Last edited by Volta; 15 January 2024, 09:21 AM.

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                  • #39
                    Originally posted by Volta View Post
                    What can we learn from this? The current quality of Linux is much higher than Andrew's estimates from 2006. Another important thing: Linux drivers (especially GPU) are of the highest quality. Nowhere near Tanenbaum's estimate. How is this even possible when Linux is many times bigger than it was years ago? Rhetorical question. Oh, and Tanenbaum was clueless as usual.
                    I acknowledge your attempt at diversion. As an essay, I'd grade it at about 𝛾-. You've completely failed to support your assertion that "Linux is the cleanest and nearly perfectly designed operating system.". I'm jolly glad you are not one of my students. You probably are too.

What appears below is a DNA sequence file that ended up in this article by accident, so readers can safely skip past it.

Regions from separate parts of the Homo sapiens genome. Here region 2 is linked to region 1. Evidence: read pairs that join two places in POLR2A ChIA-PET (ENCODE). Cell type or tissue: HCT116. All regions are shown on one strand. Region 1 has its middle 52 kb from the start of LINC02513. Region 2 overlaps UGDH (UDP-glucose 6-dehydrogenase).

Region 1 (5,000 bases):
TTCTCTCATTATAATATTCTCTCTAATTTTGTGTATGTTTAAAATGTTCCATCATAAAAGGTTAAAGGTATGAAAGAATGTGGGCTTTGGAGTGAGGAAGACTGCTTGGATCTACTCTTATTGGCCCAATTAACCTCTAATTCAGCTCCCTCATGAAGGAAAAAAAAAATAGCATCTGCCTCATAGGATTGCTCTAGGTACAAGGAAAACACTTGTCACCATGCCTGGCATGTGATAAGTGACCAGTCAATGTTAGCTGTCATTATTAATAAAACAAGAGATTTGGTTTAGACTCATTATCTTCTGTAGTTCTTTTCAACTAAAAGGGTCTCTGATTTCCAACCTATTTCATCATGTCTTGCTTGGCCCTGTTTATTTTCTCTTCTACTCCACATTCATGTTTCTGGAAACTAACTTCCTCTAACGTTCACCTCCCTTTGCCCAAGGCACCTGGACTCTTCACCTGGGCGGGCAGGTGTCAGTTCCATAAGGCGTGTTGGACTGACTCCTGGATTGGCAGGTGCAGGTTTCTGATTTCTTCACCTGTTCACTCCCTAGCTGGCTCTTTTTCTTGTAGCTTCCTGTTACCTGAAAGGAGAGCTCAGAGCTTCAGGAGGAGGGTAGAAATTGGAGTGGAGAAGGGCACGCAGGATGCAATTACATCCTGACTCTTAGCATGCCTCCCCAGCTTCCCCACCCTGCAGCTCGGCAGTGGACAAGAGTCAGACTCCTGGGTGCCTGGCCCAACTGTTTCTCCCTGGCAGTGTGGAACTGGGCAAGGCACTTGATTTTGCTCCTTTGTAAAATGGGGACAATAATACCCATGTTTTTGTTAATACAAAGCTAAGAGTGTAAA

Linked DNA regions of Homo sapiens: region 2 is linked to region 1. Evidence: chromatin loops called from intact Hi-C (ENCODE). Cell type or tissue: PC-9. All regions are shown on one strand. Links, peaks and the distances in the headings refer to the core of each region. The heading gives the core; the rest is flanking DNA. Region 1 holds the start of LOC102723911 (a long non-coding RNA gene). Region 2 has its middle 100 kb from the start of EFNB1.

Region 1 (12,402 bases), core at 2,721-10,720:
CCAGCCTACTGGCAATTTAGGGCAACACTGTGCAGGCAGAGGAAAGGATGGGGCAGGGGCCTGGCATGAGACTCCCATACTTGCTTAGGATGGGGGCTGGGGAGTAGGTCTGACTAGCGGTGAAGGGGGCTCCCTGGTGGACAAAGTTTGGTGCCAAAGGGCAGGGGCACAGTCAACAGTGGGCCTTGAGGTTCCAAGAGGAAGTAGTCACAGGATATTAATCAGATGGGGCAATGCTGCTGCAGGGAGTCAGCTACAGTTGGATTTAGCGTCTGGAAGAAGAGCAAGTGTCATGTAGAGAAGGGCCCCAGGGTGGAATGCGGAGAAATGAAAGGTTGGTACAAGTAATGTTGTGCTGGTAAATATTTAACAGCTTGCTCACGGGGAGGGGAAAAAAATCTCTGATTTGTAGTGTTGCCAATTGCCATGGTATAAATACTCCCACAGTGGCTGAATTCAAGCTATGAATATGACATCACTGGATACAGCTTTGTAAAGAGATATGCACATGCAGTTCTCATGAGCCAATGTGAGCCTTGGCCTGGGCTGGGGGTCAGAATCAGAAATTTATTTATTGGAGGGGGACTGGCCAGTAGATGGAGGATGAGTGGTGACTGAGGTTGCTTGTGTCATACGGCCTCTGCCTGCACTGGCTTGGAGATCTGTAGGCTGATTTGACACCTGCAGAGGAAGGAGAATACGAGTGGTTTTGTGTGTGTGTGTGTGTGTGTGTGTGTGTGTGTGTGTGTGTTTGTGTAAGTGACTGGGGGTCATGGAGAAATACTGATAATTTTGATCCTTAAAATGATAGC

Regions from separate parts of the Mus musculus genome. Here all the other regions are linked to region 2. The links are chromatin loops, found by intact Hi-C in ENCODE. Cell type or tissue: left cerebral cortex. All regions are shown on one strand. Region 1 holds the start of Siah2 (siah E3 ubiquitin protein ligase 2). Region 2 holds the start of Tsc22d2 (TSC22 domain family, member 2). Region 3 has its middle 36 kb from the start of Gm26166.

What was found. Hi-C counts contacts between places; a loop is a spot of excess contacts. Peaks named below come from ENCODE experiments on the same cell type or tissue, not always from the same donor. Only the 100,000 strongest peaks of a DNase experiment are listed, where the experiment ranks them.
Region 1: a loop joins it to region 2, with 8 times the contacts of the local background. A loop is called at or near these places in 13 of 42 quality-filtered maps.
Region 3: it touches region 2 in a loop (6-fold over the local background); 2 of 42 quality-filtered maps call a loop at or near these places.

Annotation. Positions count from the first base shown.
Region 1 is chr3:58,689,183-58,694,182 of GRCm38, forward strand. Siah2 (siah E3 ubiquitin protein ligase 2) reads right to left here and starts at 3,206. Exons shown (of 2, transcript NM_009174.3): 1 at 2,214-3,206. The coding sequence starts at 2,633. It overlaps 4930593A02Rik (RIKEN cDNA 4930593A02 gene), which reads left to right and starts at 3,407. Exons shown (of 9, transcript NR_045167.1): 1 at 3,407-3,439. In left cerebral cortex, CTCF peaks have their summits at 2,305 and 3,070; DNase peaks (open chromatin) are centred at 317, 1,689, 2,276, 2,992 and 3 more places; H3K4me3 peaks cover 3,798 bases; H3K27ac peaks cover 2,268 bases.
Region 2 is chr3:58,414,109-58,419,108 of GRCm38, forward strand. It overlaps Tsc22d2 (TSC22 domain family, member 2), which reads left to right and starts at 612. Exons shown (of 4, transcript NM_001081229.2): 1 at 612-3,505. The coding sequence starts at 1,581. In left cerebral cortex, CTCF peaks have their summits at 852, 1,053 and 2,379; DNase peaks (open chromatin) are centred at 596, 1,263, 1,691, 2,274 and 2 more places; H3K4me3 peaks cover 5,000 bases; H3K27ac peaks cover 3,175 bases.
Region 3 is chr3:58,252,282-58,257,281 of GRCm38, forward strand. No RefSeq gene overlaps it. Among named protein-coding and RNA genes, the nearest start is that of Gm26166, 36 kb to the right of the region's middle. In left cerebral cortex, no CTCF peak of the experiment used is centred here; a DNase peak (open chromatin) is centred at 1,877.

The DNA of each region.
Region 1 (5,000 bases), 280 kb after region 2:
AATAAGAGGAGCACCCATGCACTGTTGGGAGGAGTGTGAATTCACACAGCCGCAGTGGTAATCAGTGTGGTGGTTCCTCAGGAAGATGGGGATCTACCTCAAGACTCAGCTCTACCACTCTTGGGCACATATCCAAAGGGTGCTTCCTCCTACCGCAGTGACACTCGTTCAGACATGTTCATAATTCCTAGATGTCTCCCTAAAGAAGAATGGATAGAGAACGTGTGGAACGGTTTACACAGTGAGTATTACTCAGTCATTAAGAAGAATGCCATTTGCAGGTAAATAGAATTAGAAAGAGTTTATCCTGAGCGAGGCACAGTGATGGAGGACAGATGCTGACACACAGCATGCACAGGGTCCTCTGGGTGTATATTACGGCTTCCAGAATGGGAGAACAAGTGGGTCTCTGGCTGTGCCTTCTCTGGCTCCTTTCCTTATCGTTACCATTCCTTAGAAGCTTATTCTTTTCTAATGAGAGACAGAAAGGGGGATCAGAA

Please don't waste people's time by making wild, unevidenced claims. 'Fewer bugs' does not mean 'better designed'.

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                    • #40
                      Originally posted by Old Grouch View Post

                      I acknowledge your attempt at diversion. As an essay, I'd grade it at about 𝛾-. You've completely failed to support your assertion that "Linux is the cleanest and nearly perfectly designed operating system.". I'm jolly glad you are not one of my students. You probably are too.

                      Please don't waste people's time by making wild, unevidenced claims. 'Fewer bugs' does not mean 'better designed'.
                      I mean, the same kernel can be built to run anything from a phone to a supercomputer. What other kernel can boast the same track record?
                      (Yes, I know, that still doesn't touch on the design itself. But if it's that adaptable, the design can't suck, can it?)